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List of crossings of the Hackensack River

Bridges at the lower end of the Hackensack River in a historic photo. The Lower Hack Lift is just upstream of the clustered Wittpenn, Harsimus Branch Lift, and PATH Lift (foreground), collectively known as the Triple Bridges[1][2] or Tri Hack.[3] They are part of the Hackensack River Vertical Lift Bridges Historic District[4] (NJSHPO #3971[5]).

The Hackensack River courses southward for approximately 50 miles (80 km)[6] through Rockland County in New York and Bergen and Hudson counties in northeastern New Jersey, forming the border of the latter two for part of its length. Its source, as identified by the U.S. Geological Survey (Hydrological code 02030103901),[7] is in New City, New York. The river empties into Newark Bay between Kearny Point (South Kearny) and Droyer's Point (Jersey City).

The area was settled by Bergen Dutch who established regular water crossings at Douwe's Ferry[8] and Little Ferry.[9] The first bridge crossing of the Hackensack was at Demarest Landing (now Old Bridge Road), built in 1724, which was replaced by that at New Bridge Landing in 1745.[10] The first railroad crossing was completed by the NJRR in 1834, and was soon followed by many others. By the early 1900s conflicts between rail and maritime traffic led to calls for changes in regulations giving priority to trains.[11]

At one time, Van Buskirk Island, created in 1804, was the head of navigation, but diminished freshwater flow in the Hackensack has been altered by construction of dams,[12] namely the Oradell (1923), the DeForest (1952), and the Tappan (1972).[13] The river is now tidally influenced to the island.[14] The Hackensack has only been channelized to Milepoint 3.5 at the Riverbend in Hudson County.[12][15] The accumulation of silt has diminished the depth, and thus navigability, of the Lower Hackensack.[16] which at one time was a major waterway for towboats and river barges in the Port of New York and New Jersey.[17]

Since 1999, the bridge at Milepoint 16.3 is the most upstream bridge required by the Code of Federal Regulations to open on request,[18] though no requests have made since 1994.[19] The Lower Hackensack remains partially in use for commercial maritime traffic, notably for coal deliveries to the Hudson Generating Station.[20] and sewage sludge for treatment at a facility on the bay.[21] Downstream of the power plant, vehicular moveable bridges (at MP 1.8 and MP 3.1) are required at all times to open on demand.[22] and rail crossings to open on 1-hour notice.[18] As of 2012 there were plans to replace the Wittpenn Bridge, a vehicular bridge at MP 3.1, with a new vertical lift bridge[23] and the Portal Bridge, a rail swing bridge at MP 5.0, with a through arch bridge.[24]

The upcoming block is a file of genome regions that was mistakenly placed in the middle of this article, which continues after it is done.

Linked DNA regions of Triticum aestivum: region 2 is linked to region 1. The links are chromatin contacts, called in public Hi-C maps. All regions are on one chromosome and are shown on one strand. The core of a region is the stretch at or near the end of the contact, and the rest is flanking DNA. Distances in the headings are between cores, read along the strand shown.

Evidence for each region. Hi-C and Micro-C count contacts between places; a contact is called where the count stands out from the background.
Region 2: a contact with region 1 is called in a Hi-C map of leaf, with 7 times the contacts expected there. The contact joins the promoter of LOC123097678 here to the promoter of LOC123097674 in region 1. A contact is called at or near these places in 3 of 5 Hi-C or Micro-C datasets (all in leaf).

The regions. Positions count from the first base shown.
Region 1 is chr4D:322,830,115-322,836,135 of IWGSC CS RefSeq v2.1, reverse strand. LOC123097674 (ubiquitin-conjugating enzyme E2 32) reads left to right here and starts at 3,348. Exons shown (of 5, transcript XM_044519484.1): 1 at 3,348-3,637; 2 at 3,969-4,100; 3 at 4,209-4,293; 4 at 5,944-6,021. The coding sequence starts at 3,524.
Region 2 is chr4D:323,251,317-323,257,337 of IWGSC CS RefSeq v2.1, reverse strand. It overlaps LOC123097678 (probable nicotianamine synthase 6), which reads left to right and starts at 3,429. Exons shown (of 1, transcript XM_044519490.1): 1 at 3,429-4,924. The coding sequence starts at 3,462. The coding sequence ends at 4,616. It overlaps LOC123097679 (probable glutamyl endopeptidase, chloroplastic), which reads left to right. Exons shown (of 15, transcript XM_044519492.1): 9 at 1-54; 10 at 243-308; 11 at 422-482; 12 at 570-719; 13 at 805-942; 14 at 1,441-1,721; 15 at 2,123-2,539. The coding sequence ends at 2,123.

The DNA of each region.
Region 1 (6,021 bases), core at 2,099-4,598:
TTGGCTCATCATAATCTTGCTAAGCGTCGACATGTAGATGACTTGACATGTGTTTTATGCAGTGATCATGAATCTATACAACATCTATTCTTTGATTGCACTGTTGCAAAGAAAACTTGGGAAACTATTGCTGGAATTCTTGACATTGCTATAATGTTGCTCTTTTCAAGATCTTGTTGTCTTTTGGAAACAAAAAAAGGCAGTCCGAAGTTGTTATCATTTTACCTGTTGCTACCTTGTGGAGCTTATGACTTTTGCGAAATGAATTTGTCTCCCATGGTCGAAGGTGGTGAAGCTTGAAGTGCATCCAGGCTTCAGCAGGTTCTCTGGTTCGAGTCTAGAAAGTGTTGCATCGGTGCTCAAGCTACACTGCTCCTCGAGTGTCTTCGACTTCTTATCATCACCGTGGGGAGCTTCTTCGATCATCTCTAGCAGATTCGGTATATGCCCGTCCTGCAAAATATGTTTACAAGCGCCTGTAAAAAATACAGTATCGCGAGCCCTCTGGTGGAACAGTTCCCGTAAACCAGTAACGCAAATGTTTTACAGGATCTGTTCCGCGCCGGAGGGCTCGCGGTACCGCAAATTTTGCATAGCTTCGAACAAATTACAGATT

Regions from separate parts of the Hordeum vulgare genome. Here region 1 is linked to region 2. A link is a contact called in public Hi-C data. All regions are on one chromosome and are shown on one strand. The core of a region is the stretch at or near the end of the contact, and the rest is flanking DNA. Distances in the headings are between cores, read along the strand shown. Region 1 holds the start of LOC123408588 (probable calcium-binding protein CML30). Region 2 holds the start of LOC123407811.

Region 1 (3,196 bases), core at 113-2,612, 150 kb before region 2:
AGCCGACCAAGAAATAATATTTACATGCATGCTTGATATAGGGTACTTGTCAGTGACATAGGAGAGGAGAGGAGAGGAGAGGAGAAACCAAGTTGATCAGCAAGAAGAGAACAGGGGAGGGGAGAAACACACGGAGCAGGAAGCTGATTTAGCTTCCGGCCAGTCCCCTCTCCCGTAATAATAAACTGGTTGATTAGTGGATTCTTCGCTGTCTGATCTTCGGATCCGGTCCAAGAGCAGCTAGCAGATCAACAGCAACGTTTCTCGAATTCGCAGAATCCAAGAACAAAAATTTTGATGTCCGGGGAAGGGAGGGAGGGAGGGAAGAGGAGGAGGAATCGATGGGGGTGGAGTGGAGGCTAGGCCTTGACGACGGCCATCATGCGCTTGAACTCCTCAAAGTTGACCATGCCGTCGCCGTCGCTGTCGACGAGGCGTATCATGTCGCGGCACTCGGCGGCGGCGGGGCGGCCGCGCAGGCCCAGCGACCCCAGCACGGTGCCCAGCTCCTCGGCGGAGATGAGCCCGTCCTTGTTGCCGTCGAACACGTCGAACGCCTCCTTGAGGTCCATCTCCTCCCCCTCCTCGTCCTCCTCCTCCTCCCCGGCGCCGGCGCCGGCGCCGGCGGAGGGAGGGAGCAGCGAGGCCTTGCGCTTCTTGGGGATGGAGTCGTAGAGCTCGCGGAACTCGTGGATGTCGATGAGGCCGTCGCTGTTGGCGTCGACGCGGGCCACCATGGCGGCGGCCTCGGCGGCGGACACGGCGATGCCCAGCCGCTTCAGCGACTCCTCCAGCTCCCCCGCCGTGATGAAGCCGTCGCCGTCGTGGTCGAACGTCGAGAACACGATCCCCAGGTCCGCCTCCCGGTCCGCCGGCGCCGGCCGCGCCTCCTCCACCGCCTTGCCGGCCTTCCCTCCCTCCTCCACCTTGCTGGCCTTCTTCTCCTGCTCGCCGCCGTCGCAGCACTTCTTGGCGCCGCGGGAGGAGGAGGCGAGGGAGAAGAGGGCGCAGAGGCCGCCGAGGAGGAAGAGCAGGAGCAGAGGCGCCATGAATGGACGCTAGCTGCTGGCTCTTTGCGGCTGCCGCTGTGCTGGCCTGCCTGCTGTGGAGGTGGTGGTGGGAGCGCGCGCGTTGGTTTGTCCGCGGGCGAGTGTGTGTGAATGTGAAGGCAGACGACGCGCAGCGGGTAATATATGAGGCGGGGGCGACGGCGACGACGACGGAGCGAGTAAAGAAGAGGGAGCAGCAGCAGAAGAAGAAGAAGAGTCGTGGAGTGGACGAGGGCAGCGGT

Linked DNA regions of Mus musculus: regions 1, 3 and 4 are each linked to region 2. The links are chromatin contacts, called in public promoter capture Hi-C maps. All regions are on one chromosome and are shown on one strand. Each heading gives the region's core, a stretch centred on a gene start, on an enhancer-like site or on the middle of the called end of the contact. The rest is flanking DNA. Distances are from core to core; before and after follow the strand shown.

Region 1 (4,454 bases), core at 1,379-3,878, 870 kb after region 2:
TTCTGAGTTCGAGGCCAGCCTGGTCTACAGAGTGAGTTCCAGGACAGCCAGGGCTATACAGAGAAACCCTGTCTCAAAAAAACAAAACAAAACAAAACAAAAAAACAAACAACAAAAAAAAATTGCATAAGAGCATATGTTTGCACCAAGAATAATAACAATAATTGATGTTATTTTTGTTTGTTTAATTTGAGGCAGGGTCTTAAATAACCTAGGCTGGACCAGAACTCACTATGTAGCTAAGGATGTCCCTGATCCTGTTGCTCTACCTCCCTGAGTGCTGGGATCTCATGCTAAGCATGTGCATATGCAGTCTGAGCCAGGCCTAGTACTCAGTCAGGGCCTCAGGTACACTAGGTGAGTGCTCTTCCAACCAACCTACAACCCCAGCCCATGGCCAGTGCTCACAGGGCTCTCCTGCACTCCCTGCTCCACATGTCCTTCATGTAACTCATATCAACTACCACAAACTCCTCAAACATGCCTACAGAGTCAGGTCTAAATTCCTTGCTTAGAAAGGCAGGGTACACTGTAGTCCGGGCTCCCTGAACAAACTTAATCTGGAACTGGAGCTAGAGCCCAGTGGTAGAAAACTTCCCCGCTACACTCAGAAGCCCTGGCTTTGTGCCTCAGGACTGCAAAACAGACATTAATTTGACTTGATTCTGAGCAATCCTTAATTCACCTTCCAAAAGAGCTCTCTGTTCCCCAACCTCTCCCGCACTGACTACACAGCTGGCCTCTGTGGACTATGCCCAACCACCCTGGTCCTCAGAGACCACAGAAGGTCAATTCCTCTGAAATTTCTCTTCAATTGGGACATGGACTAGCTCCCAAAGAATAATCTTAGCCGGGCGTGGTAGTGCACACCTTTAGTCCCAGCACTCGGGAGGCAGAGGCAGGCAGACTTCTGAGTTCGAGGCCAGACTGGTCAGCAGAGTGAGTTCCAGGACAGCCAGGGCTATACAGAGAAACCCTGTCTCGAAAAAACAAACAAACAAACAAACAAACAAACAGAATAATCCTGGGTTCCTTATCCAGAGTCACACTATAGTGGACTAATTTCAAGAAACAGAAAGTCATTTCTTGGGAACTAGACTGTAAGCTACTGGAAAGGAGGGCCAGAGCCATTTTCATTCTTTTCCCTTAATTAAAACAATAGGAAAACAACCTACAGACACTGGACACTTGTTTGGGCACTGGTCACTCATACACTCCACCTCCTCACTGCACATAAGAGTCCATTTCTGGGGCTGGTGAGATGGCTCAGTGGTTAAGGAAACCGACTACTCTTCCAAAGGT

The New Jersey Turnpike in the Meadowlands

CrossingsEdit

Mile Crossing Image Carried/Carries Location Coordinates Notes
HD Draw (defunct)   Newark and New York Railroad (CNJ) Jersey City & Kearny Point 40°43′07″N 74°06′14″W / 40.718709°N 74.103985°W / 40.718709; -74.103985 (HD Draw)
1.7 Newark Plank Road (defunct)   PS 40°43′36″N 74°05′57″W / 40.7268°N 74.0992°W / 40.7268; -74.0992 (Newark Plank Road)
1.8 Lincoln Highway Hackensack River Bridge

(Shawn Carson and Robert Nguyen Memorial Bridge)

    
  U.S. Route 1-9 Truck
milepoint 1.72
Lincoln Highway
East Coast Greenway
40°43′38″N 74°05′55″W / 40.727324°N 74.098728°W / 40.727324; -74.098728 (Lincoln Highway) [25]
Pulaski Skyway     U.S. Route 1/9 40°44′06″N 74°05′42″W / 40.735064°N 74.09493°W / 40.735064; -74.09493 (Pulaski Skyway)
PATH Lift Bridge   PRR and H&M
PATH
Jersey City & Kearny Meadows 40°44′24″N 74°04′59″W / 40.740108°N 74.083048°W / 40.740108; -74.083048 (PATH Lift Bridge)
Harsimus Branch Lift
aka Hack Freight Railroad Bridge
[26]
  PRR
Conrail (North Jersey Shared Assets)

NS
CSX

40°44′26″N 74°04′55″W / 40.740475°N 74.082034°W / 40.740475; -74.082034 (Harsimus Branch Lift)
3.1 Wittpenn Bridge   original alignment of the Newark Turnpike
  NJ 7
40°44′25″N 74°04′52″W / 40.740313°N 74.081138°W / 40.740313; -74.081138 (Wittpenn Bridge)
Wittpenn Bridge Replacement
(under construction)
  40°44′28″N 74°04′53″W / 40.741064°N 74.081266°W / 40.741064; -74.081266 (Wittpenn Bridge Replacement)
New Jersey Railroad
(defunct)
  PRR 40°44′28″N 74°04′53″W / 40.741064°N 74.081266°W / 40.741064; -74.081266 (New Jersey Railroad)
3.4 Lower Hack Lift   DL&W
Morris and Essex Lines (NJT)
Riverbend 40°44′36″N 74°04′37″W / 40.7432°N 74.0770°W / 40.7432; -74.0770 (Lower Hack Lift)
5.0 Portal Bridge   PRR
Northeast Corridor
Amtrak and NJT
Secaucus Junction & Kearny Meadows 40°45′13″N 74°05′41″W / 40.75361°N 74.09472°W / 40.75361; -74.09472 (Portal Bridge)
Portal Bridge South (planned) Gateway Project
Portal Bridge North (planned) Gateway Project
Lewandowski Hackensack River Bridge   New Jersey Turnpike (Eastern Spur)
  Interstate 95
Snake Hill & Kearny Meadows 40°45′36″N 74°05′41″W / 40.760098°N 74.094594°W / 40.760098; -74.094594 (Lewandowski Hackensack River Bridge)
DB Draw (unused)   New York and Greenwood Lake Railroad (Erie)
Boonton Line (NJT)
NS
40°45′30″N 74°05′36″W / 40.75831°N 74.093355°W / 40.75831; -74.093355 (DB Draw)
6.9 Upper Hack Lift   DL&W Boonton Line (1959-1963)
Erie/NJ Transit Main Line (NJT)
Port Jervis Line (MNCR)
MP 4.95
Harmon Cove & Kingsland 40°46′41″N 74°05′24″W / 40.778015°N 74.089906°W / 40.778015; -74.089906 (Upper Hack Lift / Former Lackawanna Swing Bridge) NJT #129
Lackawanna Swing Bridge (defunct)   DL&W
7.7 HX Draw
aka The Jacknife
  Bergen County Line (NJT)